After around 100 students marched to the Board of Intermediate and Secondary Education Lahore office on Tuesday morning to protest inaccuracies in the result, the board chairman held a press conference in the evening denying that the results were incomplete or inaccurate.
The board had announced results for the Intermediate Part-I on Monday morning. BISE Public Relations Officer Qaiser Mahmood had claimed it was the first time that the Intermediate Part-I results were announced on time.
Students on Tuesday said that the board had marked them ‘absent’ in some of the exams.
According to board records, 1,712 candidates were absent during the exams while 292 had written wrong roll numbers on their answer booklets.
Chairman Nasrullah Virk – during the press conference at the board’s office – advised students who had been marked absent to submit an application. He said those who had entered wrong roll numbers were required to submit an application in their handwriting along with a fee of Rs1,000 following which the board would cross check the data with the centres where the candidates had sat for the exams.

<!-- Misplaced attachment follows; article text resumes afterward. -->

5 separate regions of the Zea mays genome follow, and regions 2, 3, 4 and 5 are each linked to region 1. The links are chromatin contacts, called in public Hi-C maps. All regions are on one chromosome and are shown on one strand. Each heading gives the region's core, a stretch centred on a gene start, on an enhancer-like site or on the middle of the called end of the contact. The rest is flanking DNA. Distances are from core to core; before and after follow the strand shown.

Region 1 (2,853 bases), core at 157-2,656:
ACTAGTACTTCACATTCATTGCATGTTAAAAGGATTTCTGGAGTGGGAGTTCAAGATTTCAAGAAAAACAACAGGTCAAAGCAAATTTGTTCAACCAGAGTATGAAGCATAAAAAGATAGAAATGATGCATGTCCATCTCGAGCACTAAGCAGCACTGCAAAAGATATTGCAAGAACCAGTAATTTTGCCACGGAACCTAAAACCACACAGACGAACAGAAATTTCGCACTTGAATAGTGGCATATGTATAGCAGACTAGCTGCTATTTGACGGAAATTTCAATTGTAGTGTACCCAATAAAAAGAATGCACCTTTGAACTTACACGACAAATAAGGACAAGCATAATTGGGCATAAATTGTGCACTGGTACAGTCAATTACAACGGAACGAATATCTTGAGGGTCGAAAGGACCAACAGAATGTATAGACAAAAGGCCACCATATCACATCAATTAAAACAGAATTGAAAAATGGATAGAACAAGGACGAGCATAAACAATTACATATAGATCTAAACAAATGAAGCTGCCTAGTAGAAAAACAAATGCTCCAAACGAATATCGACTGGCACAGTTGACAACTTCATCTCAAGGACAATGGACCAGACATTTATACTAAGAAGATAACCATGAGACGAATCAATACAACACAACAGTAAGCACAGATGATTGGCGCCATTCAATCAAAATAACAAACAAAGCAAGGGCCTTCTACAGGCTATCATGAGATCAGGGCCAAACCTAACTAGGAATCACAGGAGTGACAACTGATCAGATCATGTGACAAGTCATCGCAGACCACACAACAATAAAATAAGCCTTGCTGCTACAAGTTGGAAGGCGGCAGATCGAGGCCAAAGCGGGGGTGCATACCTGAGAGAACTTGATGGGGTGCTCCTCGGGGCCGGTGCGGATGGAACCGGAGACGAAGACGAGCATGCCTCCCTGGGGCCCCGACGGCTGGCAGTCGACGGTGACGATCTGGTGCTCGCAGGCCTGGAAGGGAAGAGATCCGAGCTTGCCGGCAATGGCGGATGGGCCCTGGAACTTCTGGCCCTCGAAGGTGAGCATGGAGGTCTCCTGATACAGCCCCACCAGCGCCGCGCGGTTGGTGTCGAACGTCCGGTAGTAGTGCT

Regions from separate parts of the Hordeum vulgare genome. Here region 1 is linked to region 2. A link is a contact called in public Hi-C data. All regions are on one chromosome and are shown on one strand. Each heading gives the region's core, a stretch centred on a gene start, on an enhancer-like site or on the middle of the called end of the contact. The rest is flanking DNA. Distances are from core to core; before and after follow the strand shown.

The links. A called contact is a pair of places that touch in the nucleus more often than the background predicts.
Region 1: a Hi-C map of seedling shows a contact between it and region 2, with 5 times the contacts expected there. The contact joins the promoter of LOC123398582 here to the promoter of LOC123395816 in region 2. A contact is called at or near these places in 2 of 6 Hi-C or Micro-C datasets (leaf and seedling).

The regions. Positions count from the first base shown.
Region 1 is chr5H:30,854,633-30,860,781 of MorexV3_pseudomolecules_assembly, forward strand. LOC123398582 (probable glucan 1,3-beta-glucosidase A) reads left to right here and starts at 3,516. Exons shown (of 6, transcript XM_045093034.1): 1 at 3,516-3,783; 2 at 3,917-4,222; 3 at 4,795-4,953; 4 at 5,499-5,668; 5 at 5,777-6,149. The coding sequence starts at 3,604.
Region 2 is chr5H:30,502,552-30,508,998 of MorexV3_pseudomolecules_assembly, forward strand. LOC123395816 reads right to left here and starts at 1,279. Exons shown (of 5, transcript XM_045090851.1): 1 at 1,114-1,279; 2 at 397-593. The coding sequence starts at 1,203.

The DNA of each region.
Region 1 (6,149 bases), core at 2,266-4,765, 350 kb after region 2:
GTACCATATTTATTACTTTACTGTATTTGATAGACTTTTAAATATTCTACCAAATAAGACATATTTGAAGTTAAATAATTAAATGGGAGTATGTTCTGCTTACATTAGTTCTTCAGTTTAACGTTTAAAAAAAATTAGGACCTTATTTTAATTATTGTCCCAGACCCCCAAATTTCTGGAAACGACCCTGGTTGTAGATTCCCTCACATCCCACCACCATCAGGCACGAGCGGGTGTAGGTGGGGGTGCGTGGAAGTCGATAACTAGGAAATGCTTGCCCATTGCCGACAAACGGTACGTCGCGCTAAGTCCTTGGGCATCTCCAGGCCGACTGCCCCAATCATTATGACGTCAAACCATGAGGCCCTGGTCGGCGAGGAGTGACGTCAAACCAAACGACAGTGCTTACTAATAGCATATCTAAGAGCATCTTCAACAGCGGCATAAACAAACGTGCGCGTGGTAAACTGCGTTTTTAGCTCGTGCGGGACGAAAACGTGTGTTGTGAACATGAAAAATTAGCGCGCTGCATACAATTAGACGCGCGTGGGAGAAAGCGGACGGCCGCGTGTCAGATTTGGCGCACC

He said those who wanted their papers to be rechecked would have to submit Rs1,000 with the application. In case the complaint was found to be genuine, the money would be refunded.
Officials said that 35 applications had been received by the board from students who claimed that they were wrongly marked absent.
“Our system is transparent and open. We did not compromise on standards in the compilation of the results,” said Virk.
Applications alleging inaccuracies and mistakes will be accepted by the board till October 16.
The board chairman expressed doubts over the protests, saying that the students had been “provoked to stage a protest instead of following the procedure”.“Some of the students might have faced inconvenience. We are willing to recheck data and amend the results where appropriate,” he said.
Controller of Examinations Anwar Farooq, however, blamed ‘faulty invigilation’ at examination centres for the mistakes.
He said school and college princiapls often hesitated to provide competent teachers for invigilation, which led to mistakes.
Farooq said the board would try to address the weak areas in the matriculation supplementary exams, which will commence today. He said the board hoped to introduce training sessions between November and January for teachers regarding proper invigilation.
Published in The Express Tribune, October 3rd, 2012.
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